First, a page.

Gemina by Amie Kaufman and Jay Kristoff absolutely makes this list. In fact, it should probably be worth noting that I love Gemina the most out of the whole trilogy. There’s two scenes in it that I feel like Jay had far more creative control over than Amie did (she’s definitely the nicer of the two – although I have heard there’s an epic cliffhanger in Scorch Dragons that my niece might disagree with me about). If you’ve read the book you’ll probably know which two scenes I’m talking about. They’re the ones that I threw my book across the room while reading. With a giant **** YOU to the authors for it. (But in a super loving and respectful way – you guys are gods, I was just having too many emotions.)

The Cruel Prince by Holly Black was one of my most anticipated reads of 2018 and it broke me. But in the best way possible. This book also became the gateway to my Holly Black obsession. (I now have so many HB books it’s kind of ridiculous, and collecting multiple copies of things every few months.) One of the things that I really love about this series is that it ties in with so many of Holly’s other books. The number of character crossovers and hidden plot nods is magical, and I love it. I am desperately awaiting The Queen of Nothing and every single plot twist that is coming (as well as whatever it is that Cardan deserves)!!

Captive Prince trilogy by C. S. Pacat really can’t escape this list, and I think all three books deserve to be on here equally (but it’s only going to count for one place). Pacat just breaks your heart into 7 million pieces, then goes about hastily sewing it back together, only to throw a live grenade your way without a pin. It’s one of the best enemies to lovers, redemption stories, self-published (originally), fantasy debuts with flawed characters, that I have ever had the pleasure of reading. And I finally bought The Summer Palace and Other Stories so I can immerse myself in this world again.

The Foxhole Court by Nora Sakavic deserves to be here just as much as Captive Prince. Another debut series that was self-published with a cult-following, The All For the Game trilogy destroyed my soul and my sleep (I read the whole trilogy in 48 hours). The boys in this are never going to be mistaken for angelic cherubs, but I’d protect them with my life nonetheless. I’m actually looking forward to re-reading this one very soon and reminding myself why I love enemies to lovers tropes, broken boys, and found family themes.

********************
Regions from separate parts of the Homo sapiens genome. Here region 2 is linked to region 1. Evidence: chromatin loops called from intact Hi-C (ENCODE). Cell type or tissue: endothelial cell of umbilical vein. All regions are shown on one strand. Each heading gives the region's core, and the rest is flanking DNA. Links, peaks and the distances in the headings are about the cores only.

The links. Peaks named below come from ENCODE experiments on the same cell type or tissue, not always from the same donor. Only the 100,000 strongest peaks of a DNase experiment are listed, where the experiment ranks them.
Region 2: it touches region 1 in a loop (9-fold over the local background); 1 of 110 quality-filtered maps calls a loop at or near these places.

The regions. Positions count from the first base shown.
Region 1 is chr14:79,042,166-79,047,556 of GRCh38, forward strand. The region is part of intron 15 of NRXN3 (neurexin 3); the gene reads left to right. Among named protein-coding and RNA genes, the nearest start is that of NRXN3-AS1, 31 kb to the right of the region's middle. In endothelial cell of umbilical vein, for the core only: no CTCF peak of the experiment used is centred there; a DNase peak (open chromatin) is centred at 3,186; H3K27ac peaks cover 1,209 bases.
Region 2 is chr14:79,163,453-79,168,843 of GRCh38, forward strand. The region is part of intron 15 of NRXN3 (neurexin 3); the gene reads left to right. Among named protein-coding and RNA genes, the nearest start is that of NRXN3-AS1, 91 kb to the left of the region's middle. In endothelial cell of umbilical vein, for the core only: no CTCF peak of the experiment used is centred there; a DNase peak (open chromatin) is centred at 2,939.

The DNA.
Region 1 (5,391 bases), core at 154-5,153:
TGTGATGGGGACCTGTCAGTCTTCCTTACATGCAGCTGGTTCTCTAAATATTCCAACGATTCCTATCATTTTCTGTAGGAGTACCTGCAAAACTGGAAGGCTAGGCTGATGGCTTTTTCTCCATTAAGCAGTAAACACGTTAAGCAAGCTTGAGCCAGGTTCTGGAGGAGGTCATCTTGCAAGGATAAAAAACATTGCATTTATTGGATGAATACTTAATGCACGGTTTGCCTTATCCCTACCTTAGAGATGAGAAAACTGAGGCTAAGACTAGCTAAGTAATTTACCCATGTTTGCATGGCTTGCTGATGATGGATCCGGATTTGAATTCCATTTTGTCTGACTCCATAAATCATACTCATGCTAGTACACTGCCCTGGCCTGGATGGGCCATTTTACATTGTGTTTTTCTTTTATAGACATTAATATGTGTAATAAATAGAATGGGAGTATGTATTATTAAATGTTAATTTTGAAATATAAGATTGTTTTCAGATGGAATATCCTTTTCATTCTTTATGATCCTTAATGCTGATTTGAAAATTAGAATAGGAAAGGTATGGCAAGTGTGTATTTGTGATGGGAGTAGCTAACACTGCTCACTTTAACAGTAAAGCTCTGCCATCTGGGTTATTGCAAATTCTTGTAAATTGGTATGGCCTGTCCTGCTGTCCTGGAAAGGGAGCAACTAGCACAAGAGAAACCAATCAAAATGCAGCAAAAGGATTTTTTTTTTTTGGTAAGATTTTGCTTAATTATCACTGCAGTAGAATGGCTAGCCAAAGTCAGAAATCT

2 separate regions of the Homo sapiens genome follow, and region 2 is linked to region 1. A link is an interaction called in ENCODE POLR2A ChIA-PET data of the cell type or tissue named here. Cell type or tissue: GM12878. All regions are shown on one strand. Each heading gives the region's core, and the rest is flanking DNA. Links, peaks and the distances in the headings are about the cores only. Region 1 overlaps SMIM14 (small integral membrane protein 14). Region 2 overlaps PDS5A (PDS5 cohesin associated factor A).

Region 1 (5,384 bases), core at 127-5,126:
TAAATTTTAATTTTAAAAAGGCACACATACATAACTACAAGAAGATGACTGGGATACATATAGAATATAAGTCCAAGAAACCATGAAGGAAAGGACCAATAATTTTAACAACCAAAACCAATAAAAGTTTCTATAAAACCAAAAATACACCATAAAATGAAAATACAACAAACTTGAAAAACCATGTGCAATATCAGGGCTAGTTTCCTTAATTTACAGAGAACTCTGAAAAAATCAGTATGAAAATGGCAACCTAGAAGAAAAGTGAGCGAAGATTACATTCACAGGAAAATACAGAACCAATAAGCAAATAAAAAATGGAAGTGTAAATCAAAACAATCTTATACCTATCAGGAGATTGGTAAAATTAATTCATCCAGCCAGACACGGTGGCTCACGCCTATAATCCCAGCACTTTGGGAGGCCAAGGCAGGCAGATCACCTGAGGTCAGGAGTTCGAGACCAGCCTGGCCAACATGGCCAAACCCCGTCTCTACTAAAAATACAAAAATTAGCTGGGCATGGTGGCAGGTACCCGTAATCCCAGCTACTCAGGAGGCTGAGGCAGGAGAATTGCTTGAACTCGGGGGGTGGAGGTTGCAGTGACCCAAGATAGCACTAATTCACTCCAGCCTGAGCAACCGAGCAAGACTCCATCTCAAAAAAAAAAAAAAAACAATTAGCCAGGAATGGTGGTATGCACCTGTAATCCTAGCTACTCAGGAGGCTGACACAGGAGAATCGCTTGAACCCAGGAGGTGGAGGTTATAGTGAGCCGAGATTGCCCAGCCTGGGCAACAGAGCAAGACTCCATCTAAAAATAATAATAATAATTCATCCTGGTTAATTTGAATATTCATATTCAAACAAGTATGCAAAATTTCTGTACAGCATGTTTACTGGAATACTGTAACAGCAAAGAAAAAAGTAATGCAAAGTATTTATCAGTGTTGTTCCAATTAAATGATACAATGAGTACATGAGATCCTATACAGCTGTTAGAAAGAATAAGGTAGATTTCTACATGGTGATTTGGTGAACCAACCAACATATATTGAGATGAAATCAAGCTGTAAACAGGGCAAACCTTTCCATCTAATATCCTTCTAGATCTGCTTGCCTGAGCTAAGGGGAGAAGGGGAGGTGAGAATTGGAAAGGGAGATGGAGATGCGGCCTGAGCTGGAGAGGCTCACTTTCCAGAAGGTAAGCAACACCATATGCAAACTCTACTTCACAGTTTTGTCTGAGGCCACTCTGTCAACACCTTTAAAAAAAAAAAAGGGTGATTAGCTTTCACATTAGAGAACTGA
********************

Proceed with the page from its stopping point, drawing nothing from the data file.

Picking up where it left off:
The Hating Game by Sally Thorne has destroyed all contemporary/romance novels for me, likely for the remainder of my natural life. (I plan to come back as a vampire in my unnatural life so I can continue to read every book known to man. In a dark den. Surrounded by books.) It’s just so amazingly good and filled with enemies to lovers bickering and snark, serial-killer eyes, and *secretly* so much smouldering heat. I honestly can’t imagine anyone looking good in a mustard shirt, but I do love the way these two torment each other. I genuinely haven’t stopped thinking about this book or these characters since I finished reading this book, so call me obsessed, but I am a fan.

The Raven Boys by Maggie Stiefvater rounds out my top 10 quite nicely. It makes sense to have a Stiefvater book at each end of the list (she is my favourite author), and these books were the gateway drug to my addiction to both, Maggie and magical realism. The surly dreamer Ronan, quietly fading Noah, studiously proud Adam, single-mindedly focused Gansey, and cursed yet confident Blue make up our MCs, and they are each so immeasurably flawed in their own ways that it’s nearly impossible to find at least one of them that you don’t relate to. This series breathed life into my reading when I was at a low point, and also introduced me to Maggie, which I will be forever grateful for.

Honourable mentions (since I can’t keep my mouth shut) go to: